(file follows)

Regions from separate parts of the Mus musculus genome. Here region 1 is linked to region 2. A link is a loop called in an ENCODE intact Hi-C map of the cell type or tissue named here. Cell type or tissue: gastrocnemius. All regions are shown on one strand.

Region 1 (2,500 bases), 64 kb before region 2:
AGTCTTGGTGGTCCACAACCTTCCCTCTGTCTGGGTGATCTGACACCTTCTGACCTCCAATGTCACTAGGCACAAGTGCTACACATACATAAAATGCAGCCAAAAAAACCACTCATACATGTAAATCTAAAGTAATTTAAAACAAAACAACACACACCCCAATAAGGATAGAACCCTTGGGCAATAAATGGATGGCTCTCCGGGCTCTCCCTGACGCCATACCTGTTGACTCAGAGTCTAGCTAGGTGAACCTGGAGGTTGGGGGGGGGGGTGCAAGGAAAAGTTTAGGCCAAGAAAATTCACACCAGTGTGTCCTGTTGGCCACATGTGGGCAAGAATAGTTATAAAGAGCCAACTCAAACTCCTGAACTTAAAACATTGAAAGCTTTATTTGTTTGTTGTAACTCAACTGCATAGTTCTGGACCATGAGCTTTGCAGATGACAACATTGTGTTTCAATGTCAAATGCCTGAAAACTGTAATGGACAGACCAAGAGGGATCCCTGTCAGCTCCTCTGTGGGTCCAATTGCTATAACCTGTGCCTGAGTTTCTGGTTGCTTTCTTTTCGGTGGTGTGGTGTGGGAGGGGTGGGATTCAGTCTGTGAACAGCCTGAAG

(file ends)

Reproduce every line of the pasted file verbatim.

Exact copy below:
Regions from separate parts of the Mus musculus genome. Here region 1 is linked to region 2. A link is a loop called in an ENCODE intact Hi-C map of the cell type or tissue named here. Cell type or tissue: gastrocnemius. All regions are shown on one strand.

Region 1 (2,500 bases), 64 kb before region 2:
AGTCTTGGTGGTCCACAACCTTCCCTCTGTCTGGGTGATCTGACACCTTCTGACCTCCAATGTCACTAGGCACAAGTGCTACACATACATAAAATGCAGCCAAAAAAACCACTCATACATGTAAATCTAAAGTAATTTAAAACAAAACAACACACACCCCAATAAGGATAGAACCCTTGGGCAATAAATGGATGGCTCTCCGGGCTCTCCCTGACGCCATACCTGTTGACTCAGAGTCTAGCTAGGTGAACCTGGAGGTTGGGGGGGGGGGTGCAAGGAAAAGTTTAGGCCAAGAAAATTCACACCAGTGTGTCCTGTTGGCCACATGTGGGCAAGAATAGTTATAAAGAGCCAACTCAAACTCCTGAACTTAAAACATTGAAAGCTTTATTTGTTTGTTGTAACTCAACTGCATAGTTCTGGACCATGAGCTTTGCAGATGACAACATTGTGTTTCAATGTCAAATGCCTGAAAACTGTAATGGACAGACCAAGAGGGATCCCTGTCAGCTCCTCTGTGGGTCCAATTGCTATAACCTGTGCCTGAGTTTCTGGTTGCTTTCTTTTCGGTGGTGTGGTGTGGGAGGGGTGGGATTCAGTCTGTGAACAGCCTGAAG